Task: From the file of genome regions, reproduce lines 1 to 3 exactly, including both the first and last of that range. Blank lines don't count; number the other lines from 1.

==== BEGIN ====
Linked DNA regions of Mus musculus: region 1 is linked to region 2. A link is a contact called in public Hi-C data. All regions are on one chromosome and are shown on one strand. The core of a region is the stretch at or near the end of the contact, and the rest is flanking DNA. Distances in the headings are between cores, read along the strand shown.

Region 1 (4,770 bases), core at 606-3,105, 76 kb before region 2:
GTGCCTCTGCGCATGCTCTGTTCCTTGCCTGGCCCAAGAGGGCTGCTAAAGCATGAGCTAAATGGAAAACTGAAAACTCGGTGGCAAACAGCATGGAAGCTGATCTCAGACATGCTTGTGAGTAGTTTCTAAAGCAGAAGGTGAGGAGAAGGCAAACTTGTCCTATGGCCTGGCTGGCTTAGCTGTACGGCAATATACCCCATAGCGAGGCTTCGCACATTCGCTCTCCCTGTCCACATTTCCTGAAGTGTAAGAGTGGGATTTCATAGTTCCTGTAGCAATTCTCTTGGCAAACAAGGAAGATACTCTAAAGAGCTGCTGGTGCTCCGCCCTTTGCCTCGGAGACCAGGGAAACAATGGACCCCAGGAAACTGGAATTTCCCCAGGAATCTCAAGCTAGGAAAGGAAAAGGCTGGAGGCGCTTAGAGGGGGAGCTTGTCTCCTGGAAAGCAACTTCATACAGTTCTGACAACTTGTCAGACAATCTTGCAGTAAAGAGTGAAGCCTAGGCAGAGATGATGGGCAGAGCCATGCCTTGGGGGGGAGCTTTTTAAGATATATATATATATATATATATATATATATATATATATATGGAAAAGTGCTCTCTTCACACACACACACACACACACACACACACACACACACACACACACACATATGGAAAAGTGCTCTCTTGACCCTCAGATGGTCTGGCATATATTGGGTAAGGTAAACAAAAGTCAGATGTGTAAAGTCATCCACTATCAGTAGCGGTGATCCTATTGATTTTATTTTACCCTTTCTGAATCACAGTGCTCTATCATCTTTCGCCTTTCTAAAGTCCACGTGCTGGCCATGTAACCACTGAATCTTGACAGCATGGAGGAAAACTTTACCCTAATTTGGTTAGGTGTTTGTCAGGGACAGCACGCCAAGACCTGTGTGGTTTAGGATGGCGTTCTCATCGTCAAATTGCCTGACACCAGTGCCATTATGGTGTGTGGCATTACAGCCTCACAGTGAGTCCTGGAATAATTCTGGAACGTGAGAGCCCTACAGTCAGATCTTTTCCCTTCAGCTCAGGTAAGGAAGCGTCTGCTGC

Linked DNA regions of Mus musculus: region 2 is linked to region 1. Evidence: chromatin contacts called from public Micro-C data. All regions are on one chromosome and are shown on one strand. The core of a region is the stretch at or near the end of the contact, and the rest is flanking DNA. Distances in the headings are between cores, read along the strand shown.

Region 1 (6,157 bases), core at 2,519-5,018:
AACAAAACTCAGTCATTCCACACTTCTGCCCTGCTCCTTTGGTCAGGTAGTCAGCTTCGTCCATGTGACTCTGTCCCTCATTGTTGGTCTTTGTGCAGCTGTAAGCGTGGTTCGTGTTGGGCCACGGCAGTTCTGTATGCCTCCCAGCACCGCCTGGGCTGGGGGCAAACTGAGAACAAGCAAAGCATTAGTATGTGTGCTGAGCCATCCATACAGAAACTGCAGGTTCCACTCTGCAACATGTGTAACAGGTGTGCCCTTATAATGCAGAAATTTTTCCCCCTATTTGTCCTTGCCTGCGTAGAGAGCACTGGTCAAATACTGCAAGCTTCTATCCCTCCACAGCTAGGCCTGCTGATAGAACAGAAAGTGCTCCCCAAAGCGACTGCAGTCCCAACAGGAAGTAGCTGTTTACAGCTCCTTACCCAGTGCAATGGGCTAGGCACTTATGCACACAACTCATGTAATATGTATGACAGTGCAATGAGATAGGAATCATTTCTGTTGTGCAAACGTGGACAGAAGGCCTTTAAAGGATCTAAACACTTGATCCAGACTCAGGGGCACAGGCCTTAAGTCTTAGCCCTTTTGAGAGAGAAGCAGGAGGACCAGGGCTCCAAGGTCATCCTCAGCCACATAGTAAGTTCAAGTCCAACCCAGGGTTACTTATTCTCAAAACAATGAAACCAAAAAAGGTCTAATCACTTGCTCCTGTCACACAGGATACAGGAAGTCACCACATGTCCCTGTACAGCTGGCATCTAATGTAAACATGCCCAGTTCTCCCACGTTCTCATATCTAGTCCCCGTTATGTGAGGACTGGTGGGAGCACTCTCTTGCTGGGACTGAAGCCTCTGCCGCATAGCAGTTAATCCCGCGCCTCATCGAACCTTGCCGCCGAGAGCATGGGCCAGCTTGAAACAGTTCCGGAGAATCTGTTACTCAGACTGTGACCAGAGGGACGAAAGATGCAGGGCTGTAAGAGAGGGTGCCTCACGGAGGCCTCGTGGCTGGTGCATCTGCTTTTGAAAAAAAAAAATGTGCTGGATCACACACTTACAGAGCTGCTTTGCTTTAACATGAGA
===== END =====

Linked DNA regions of Mus musculus: region 1 is linked to region 2. A link is a contact called in public Hi-C data. All regions are on one chromosome and are shown on one strand. The core of a region is the stretch at or near the end of the contact, and the rest is flanking DNA. Distances in the headings are between cores, read along the strand shown.

Region 1 (4,770 bases), core at 606-3,105, 76 kb before region 2:
GTGCCTCTGCGCATGCTCTGTTCCTTGCCTGGCCCAAGAGGGCTGCTAAAGCATGAGCTAAATGGAAAACTGAAAACTCGGTGGCAAACAGCATGGAAGCTGATCTCAGACATGCTTGTGAGTAGTTTCTAAAGCAGAAGGTGAGGAGAAGGCAAACTTGTCCTATGGCCTGGCTGGCTTAGCTGTACGGCAATATACCCCATAGCGAGGCTTCGCACATTCGCTCTCCCTGTCCACATTTCCTGAAGTGTAAGAGTGGGATTTCATAGTTCCTGTAGCAATTCTCTTGGCAAACAAGGAAGATACTCTAAAGAGCTGCTGGTGCTCCGCCCTTTGCCTCGGAGACCAGGGAAACAATGGACCCCAGGAAACTGGAATTTCCCCAGGAATCTCAAGCTAGGAAAGGAAAAGGCTGGAGGCGCTTAGAGGGGGAGCTTGTCTCCTGGAAAGCAACTTCATACAGTTCTGACAACTTGTCAGACAATCTTGCAGTAAAGAGTGAAGCCTAGGCAGAGATGATGGGCAGAGCCATGCCTTGGGGGGGAGCTTTTTAAGATATATATATATATATATATATATATATATATATATATATGGAAAAGTGCTCTCTTCACACACACACACACACACACACACACACACACACACACACACACACATATGGAAAAGTGCTCTCTTGACCCTCAGATGGTCTGGCATATATTGGGTAAGGTAAACAAAAGTCAGATGTGTAAAGTCATCCACTATCAGTAGCGGTGATCCTATTGATTTTATTTTACCCTTTCTGAATCACAGTGCTCTATCATCTTTCGCCTTTCTAAAGTCCACGTGCTGGCCATGTAACCACTGAATCTTGACAGCATGGAGGAAAACTTTACCCTAATTTGGTTAGGTGTTTGTCAGGGACAGCACGCCAAGACCTGTGTGGTTTAGGATGGCGTTCTCATCGTCAAATTGCCTGACACCAGTGCCATTATGGTGTGTGGCATTACAGCCTCACAGTGAGTCCTGGAATAATTCTGGAACGTGAGAGCCCTACAGTCAGATCTTTTCCCTTCAGCTCAGGTAAGGAAGCGTCTGCTGC